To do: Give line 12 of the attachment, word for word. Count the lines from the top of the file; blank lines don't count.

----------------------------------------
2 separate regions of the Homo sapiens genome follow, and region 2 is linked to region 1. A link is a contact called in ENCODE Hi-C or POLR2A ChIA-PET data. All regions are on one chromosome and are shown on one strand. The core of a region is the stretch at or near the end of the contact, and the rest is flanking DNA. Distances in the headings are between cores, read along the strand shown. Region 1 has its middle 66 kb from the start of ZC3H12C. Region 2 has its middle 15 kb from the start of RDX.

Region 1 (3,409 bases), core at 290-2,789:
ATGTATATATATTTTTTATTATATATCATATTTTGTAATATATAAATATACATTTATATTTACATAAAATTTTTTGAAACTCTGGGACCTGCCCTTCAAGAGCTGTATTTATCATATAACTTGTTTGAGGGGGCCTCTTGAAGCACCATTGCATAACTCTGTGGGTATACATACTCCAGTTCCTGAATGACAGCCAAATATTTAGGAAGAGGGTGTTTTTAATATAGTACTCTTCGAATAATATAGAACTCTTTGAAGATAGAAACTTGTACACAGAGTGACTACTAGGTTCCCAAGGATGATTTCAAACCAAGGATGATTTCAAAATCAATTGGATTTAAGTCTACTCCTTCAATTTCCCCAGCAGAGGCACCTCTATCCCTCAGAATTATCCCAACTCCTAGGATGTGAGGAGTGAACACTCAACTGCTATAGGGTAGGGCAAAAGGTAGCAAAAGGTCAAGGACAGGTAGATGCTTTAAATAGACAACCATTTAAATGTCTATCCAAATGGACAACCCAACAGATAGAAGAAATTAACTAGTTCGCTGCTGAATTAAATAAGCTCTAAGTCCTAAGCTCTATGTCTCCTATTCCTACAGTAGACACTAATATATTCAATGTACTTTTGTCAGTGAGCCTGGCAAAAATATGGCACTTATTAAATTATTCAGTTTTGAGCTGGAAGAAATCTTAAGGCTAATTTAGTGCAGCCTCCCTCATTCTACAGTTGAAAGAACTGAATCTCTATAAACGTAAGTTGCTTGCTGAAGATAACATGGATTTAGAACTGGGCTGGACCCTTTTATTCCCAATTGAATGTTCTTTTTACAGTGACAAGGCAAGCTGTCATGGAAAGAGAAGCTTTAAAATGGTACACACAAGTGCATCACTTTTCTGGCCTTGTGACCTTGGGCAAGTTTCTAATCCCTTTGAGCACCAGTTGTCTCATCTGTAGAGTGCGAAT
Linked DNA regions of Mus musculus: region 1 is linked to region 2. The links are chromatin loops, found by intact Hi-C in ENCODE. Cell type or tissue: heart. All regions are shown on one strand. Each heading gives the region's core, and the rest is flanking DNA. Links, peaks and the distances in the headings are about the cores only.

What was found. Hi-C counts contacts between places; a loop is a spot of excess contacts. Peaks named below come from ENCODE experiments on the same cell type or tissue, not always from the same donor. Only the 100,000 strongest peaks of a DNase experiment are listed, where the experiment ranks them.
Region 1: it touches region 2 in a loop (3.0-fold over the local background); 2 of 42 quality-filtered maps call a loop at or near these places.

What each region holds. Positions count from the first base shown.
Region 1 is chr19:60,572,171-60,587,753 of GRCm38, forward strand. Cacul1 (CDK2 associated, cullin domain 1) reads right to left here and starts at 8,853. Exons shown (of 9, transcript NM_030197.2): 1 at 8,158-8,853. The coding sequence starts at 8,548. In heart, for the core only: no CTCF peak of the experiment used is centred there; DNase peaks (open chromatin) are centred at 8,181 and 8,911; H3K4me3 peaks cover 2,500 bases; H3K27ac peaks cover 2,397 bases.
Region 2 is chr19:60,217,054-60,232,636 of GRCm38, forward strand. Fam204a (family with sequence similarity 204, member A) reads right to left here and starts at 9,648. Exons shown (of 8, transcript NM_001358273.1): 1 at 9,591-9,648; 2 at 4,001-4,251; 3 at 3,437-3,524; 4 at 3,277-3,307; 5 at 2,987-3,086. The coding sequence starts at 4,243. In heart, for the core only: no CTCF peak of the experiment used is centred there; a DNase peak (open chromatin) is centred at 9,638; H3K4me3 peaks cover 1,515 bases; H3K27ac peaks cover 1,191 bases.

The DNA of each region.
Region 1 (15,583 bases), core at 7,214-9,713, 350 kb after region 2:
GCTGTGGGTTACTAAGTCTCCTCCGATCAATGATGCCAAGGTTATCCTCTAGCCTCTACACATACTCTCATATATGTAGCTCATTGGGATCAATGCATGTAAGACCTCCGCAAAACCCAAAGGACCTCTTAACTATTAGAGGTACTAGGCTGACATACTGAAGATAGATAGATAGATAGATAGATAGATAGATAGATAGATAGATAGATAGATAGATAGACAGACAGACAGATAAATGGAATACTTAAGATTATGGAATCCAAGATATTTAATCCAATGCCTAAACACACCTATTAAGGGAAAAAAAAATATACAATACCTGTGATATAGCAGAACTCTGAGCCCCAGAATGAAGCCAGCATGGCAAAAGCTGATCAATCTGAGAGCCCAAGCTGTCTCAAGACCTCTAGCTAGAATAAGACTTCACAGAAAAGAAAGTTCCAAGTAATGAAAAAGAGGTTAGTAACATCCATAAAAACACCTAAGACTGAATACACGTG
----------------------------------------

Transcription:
GCTGTGGGTTACTAAGTCTCCTCCGATCAATGATGCCAAGGTTATCCTCTAGCCTCTACACATACTCTCATATATGTAGCTCATTGGGATCAATGCATGTAAGACCTCCGCAAAACCCAAAGGACCTCTTAACTATTAGAGGTACTAGGCTGACATACTGAAGATAGATAGATAGATAGATAGATAGATAGATAGATAGATAGATAGATAGATAGATAGACAGACAGACAGATAAATGGAATACTTAAGATTATGGAATCCAAGATATTTAATCCAATGCCTAAACACACCTATTAAGGGAAAAAAAAATATACAATACCTGTGATATAGCAGAACTCTGAGCCCCAGAATGAAGCCAGCATGGCAAAAGCTGATCAATCTGAGAGCCCAAGCTGTCTCAAGACCTCTAGCTAGAATAAGACTTCACAGAAAAGAAAGTTCCAAGTAATGAAAAAGAGGTTAGTAACATCCATAAAAACACCTAAGACTGAATACACGTG